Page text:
|2 December 2012
The European Science Foundation
The Dutch ZonMw Foundation
The European Myositis Network
When people experience progressive muscle weakness, muscle pains and fatigue with onset less than a year ago, sometimes accompanied by non-muscle symptoms such as skin rash, they could be suffering from an idiopathic inflammatory myopathy (IM), also known as myositis. There are various subgroups of IIM.
In cases without a characteristic skin rash, it is necessary to perform a muscle biopsy to diagnose IIM. The muscle biopsy serves to distinguish IIM from other myopathies and to identify subgroups. This is very important as the treatment options and prognosis may vary depending on diagnosis. Classification criteria for the neuropathological features of the different myositis subgroups are based on consensus but have not been validated.
World experts in the field of idiopathic inflammatory myopathy gathered in Naarden to address this issue. The workshop brought together neurologists, rheumatologists, immunologists and pathologists active in patient care and research. Knowledge was exchanged regarding classification, testing the classical views with new scientific insights, also making room for discussing the disease subtypes. The focus lay also on the comparison with inflammatory changes that occur in other muscle diseases, to avoid that patients that have diseases of hereditary origin are falsely diagnosed with idiopathic inflammatory myopathy.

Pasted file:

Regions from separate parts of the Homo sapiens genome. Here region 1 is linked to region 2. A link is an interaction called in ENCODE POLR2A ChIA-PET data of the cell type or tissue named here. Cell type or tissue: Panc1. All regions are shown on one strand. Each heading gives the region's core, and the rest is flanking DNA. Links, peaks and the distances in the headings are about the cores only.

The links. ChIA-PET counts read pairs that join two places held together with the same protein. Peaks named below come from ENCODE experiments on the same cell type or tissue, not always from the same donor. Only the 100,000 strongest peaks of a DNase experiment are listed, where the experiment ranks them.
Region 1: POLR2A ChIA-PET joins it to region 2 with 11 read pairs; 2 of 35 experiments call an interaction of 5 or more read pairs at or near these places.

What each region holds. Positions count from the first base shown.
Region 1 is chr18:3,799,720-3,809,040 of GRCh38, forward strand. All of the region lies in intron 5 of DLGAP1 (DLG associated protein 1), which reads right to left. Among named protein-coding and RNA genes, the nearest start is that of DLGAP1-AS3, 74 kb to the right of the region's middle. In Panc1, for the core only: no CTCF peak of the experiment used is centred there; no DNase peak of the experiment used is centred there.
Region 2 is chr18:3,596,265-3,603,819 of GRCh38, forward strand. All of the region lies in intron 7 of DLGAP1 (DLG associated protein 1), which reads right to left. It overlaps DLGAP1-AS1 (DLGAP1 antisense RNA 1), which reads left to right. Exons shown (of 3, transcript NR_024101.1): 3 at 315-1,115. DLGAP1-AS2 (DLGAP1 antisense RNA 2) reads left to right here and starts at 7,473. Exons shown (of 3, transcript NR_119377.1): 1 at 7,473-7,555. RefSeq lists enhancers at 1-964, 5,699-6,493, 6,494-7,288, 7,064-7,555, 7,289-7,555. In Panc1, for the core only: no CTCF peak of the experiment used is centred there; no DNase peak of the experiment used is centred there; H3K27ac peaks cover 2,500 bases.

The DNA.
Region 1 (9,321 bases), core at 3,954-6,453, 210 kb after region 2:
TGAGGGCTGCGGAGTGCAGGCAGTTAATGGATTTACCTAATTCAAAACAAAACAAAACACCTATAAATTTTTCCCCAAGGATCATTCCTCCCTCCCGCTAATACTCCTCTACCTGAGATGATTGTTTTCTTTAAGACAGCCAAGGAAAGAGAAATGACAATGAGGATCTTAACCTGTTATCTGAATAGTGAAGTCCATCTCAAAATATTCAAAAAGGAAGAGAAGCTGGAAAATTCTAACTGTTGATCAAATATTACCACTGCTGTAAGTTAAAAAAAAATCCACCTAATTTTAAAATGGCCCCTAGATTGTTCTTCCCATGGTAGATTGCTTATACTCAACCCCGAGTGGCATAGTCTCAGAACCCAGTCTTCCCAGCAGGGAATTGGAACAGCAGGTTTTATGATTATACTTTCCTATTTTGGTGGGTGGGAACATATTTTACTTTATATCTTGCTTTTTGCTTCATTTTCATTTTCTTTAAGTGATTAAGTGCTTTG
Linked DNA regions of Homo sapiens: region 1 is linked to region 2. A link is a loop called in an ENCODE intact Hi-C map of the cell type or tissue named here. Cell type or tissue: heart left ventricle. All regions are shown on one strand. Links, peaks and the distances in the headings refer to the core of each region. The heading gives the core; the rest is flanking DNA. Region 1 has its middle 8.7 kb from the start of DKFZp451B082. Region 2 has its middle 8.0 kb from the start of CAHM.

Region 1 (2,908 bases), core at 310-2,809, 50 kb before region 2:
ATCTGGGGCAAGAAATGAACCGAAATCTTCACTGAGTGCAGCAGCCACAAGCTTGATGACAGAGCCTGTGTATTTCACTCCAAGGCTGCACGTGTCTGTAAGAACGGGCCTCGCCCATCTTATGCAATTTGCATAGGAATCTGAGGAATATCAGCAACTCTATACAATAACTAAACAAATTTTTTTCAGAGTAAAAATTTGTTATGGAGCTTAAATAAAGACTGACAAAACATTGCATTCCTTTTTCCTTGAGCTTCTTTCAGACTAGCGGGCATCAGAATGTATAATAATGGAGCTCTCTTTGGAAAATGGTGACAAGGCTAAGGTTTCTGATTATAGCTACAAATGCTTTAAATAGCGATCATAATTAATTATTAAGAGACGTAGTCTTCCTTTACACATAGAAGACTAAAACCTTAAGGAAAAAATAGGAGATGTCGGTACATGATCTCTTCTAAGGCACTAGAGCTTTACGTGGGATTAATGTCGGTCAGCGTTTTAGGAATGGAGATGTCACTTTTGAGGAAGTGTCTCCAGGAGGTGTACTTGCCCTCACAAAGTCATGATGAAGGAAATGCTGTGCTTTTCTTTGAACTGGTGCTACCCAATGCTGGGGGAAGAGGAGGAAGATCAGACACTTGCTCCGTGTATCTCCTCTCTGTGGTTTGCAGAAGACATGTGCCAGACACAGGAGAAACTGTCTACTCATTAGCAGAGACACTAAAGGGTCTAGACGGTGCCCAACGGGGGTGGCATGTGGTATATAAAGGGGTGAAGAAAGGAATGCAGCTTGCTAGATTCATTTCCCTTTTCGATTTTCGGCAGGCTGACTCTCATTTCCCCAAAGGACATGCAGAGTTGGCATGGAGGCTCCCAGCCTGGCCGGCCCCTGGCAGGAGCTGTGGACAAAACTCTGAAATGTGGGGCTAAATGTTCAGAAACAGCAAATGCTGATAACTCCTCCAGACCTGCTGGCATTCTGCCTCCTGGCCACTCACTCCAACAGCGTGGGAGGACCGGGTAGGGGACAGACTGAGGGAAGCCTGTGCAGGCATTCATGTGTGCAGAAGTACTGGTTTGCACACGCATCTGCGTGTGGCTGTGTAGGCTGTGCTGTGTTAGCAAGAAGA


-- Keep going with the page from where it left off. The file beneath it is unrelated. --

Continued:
A recommendation was developed stating which histopathological stainings should be part of a minimum diagnostic set, and how best to define and score disease signs. The views that were developed, were tested in a practical session at the Amsterdam Medical Center, in which typical and atypical muscle biopsy slides were discussed. At the end of the workshop, a consensus text was drafted. Participants agreed unanimously to continue work on a standardized diagnostic work up and to reconvene in the near future to fine-tune the proposed strategies.
A full workshop report will be published in Neuromuscular Disorders